Saturday, June 28, 2008

Mapping Boundaries -- Defining our Lives @ Crown Community Academy

The idea of a “circle of obligation” emerges out of conversations on the “ethics of care” initiated by philosophers such as Nel Noddings and Carol Gilligan. Educators involved with Facing History & Ourselves, a social justice education organization based in Boston, MA, also use the “circle of obligation” metaphor to encourage young people to consider the relationships they value most – to think about the people, ideas, places, and things they would most defend and protect – and why. The nesting circle is a powerful visual metaphor with which to experiment in attempting to express these layers of obligation – in identifying these circles within circles, we create “domains” or categories, inevitably leading to questions of belonging, inclusivity/exclusivity, human relationships, and to whom or what we are ultimately responsible for in developing an “ethics of care” in both our personal and public lives. How do we visually organize our feelings of love and responsibility, and what is the criteria we set for our “ethics of care?” This helps us navigate the complex conversation of self and other – pushing students and ourselves to consider who or what we exclude when we make decisions about who to include in our circles.

Step One: Brainstorm

Think of the people who have been on your mind most today

Think of the places that are most taking your attention today

Think of the ideas or concepts that are most taking your attention today

Think of what or who you’ve been most worried about lately or today

Step Two: Draw a “circle of obligation” using the “bull’s eye” or “nesting circle” image. Start with yourself at the center and consider the rings of obligation that surround you. Who, what, and where would you include?

Step Three: Set Domains/Restraints

Draw a second version that only includes people and places.

Draw a third version that only includes ideas.

The main challenge of this exercise is to really engage in conversation on the concept of obligation, ethics, care, and responsibility. Once we create our visual maps of obligation – how can we engage students in interpreting these maps and making meaning out of them? Also, it’s easy to fall into the trap of trying to decide who or what is most important to you – don’t let this turn into a battle of which superstar is the best, or which friend likes who better. Really push students to think globally as well as personally about this concept of care – how far do our circles stretch – what do our lives have to do with lives lived across the continent? How can we encourage our students to even begin to consider the interrelational nature of life? This is a good beginning exercise to a longer unit or conversation on the personal vs. the universal, generating awareness about the boundaries that human beings shape and challenge in trying to navigate a complex world of power. Drawing these circles of obligation without leaving room for conversation could leave students feeling like this was a popularity contest of ideas and people in our lives instead a real exploration of why and how we care – and what that might have to do with justice and spirituality. We would recommend returning to this same drawing/writing exercise at the end of a unit of study on borders, mapping, boundaries, inclusion/exclusion, etc. as a way to gauge a sense of growth and heightening of awareness of self as it relates to other.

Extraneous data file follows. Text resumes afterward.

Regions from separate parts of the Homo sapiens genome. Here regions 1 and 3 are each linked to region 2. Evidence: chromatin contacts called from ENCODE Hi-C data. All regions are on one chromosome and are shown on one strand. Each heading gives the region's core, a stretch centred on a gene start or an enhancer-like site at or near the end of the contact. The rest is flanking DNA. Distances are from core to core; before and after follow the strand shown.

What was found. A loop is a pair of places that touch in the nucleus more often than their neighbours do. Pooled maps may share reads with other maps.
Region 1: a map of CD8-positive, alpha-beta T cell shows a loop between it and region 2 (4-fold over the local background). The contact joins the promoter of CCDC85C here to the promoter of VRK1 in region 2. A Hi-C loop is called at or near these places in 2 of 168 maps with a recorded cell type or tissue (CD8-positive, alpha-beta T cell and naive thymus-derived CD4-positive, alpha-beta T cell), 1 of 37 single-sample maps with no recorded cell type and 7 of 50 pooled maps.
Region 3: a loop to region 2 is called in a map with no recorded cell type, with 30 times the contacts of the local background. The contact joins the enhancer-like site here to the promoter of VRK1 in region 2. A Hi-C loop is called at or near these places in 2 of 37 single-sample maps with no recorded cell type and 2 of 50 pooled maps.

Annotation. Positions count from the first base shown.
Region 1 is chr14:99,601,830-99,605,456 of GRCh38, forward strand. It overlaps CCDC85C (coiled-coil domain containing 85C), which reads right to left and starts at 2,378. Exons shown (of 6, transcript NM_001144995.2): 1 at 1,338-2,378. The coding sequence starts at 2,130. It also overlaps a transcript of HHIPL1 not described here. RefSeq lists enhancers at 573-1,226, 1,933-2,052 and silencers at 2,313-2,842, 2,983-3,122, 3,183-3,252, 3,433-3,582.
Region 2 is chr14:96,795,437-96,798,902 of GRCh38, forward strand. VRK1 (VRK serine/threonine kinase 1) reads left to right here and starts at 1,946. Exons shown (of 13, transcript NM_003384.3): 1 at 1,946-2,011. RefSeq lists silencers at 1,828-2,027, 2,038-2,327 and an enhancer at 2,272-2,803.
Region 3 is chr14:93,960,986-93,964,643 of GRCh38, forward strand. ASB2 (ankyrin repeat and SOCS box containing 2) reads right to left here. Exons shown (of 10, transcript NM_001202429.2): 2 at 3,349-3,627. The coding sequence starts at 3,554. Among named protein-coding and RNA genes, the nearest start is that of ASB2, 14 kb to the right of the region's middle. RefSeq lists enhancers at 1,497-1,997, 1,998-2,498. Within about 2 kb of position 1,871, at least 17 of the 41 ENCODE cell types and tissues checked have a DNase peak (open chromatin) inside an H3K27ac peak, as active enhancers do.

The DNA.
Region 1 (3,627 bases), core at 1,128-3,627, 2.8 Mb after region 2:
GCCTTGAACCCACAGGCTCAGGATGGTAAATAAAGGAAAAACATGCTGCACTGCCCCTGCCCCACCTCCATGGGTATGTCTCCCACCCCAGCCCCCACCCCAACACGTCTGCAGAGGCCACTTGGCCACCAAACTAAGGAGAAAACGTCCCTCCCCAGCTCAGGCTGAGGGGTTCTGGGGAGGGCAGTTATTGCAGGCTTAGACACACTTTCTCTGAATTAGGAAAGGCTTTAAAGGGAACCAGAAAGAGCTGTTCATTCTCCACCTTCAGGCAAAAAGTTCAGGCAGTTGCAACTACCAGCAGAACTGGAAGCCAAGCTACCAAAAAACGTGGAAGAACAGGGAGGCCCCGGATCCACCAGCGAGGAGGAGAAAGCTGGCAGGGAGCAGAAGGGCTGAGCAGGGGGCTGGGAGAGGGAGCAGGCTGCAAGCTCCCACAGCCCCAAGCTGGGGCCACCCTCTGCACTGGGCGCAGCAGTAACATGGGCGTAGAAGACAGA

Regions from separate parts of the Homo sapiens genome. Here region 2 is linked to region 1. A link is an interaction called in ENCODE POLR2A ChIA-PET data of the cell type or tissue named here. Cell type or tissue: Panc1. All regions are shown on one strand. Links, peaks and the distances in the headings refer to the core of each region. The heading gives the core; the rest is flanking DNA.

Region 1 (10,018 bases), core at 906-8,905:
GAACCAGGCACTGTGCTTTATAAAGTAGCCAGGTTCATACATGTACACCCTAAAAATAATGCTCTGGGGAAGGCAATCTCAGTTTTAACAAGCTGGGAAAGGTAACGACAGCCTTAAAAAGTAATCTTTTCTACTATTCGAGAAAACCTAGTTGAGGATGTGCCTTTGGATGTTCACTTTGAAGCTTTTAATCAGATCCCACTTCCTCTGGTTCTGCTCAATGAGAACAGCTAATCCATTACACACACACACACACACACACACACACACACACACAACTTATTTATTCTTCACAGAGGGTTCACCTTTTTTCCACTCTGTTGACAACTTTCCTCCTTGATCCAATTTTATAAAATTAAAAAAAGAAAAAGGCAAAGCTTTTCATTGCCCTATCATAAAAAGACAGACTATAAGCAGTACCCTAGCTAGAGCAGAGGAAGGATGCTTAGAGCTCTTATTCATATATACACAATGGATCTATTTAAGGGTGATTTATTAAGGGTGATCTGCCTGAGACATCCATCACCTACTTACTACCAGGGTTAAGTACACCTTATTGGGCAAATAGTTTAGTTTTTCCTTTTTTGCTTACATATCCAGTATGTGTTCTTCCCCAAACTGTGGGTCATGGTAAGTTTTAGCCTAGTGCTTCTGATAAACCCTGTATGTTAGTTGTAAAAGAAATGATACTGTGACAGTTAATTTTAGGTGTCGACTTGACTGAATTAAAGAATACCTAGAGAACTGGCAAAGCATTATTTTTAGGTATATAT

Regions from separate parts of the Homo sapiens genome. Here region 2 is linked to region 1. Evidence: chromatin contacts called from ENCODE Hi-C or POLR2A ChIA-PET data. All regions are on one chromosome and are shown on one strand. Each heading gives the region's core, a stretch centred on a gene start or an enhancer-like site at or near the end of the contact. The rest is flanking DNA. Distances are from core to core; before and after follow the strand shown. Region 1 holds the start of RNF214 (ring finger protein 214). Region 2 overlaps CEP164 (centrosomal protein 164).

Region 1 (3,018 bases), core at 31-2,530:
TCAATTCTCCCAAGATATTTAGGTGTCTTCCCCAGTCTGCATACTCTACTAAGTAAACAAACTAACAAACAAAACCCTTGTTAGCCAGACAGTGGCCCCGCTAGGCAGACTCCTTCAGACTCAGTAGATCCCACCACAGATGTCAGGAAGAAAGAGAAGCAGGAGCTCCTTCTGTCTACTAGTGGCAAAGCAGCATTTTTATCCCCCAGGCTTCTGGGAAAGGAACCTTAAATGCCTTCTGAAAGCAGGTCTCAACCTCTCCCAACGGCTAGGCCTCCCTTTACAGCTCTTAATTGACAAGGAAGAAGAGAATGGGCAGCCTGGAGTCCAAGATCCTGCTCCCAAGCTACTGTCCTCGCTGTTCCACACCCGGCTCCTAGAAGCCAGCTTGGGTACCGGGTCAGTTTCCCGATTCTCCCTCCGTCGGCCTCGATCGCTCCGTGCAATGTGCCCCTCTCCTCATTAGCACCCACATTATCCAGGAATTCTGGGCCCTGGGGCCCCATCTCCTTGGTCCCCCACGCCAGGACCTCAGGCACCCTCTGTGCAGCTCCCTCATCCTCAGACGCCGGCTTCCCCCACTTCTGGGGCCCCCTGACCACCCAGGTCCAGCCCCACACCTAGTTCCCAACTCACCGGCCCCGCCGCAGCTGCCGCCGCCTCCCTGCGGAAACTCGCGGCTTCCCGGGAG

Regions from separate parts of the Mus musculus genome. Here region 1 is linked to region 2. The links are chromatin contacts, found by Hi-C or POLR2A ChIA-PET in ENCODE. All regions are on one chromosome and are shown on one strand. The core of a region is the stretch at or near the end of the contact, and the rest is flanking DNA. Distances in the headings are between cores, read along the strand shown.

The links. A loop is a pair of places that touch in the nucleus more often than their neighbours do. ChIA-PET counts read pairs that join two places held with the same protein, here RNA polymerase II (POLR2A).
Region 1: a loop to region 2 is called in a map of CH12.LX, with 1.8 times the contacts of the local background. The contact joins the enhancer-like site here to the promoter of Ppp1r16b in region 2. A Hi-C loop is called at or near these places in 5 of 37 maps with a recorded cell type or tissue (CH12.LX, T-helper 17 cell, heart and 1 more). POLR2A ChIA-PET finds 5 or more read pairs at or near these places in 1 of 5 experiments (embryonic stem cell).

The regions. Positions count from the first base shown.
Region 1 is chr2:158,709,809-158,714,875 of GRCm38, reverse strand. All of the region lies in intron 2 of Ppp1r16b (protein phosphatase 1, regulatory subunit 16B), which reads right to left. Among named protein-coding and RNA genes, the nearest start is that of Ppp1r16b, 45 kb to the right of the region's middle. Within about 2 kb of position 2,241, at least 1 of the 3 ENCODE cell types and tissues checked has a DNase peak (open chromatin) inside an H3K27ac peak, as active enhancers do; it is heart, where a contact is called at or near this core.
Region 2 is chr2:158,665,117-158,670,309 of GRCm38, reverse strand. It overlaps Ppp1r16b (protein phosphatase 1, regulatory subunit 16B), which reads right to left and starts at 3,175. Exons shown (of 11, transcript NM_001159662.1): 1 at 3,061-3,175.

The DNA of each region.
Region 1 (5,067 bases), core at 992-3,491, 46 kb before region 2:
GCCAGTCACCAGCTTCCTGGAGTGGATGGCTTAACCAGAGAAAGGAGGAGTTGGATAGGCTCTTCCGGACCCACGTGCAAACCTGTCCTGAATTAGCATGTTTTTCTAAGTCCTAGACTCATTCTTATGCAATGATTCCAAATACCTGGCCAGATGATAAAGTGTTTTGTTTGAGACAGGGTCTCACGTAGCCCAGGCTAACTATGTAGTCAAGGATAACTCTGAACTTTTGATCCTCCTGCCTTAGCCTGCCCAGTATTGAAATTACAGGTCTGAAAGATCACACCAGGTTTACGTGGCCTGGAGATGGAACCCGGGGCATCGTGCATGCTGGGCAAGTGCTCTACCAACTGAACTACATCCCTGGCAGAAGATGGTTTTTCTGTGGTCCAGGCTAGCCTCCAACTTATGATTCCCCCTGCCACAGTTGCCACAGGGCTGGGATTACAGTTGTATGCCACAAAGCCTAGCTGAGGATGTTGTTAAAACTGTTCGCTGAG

- Create a collaborative circle of obligation for the whole classroom/school

- Create multiple layers of circles on vellum and attached them so that the layers of obligation are visible

- Further explore the boundaries between two circles of obligation by asking students to imagine standing on the border and connecting to both at once.

- Further explore conversation by asking students to think about the distance between the closest and farthest circle, and to push themselves in either direction to name new layers.

Ask students to create conditions or situations in which these circles of obligations could be challenged – or think about situations in their own lives when they’ve been conflicted about caring for others.

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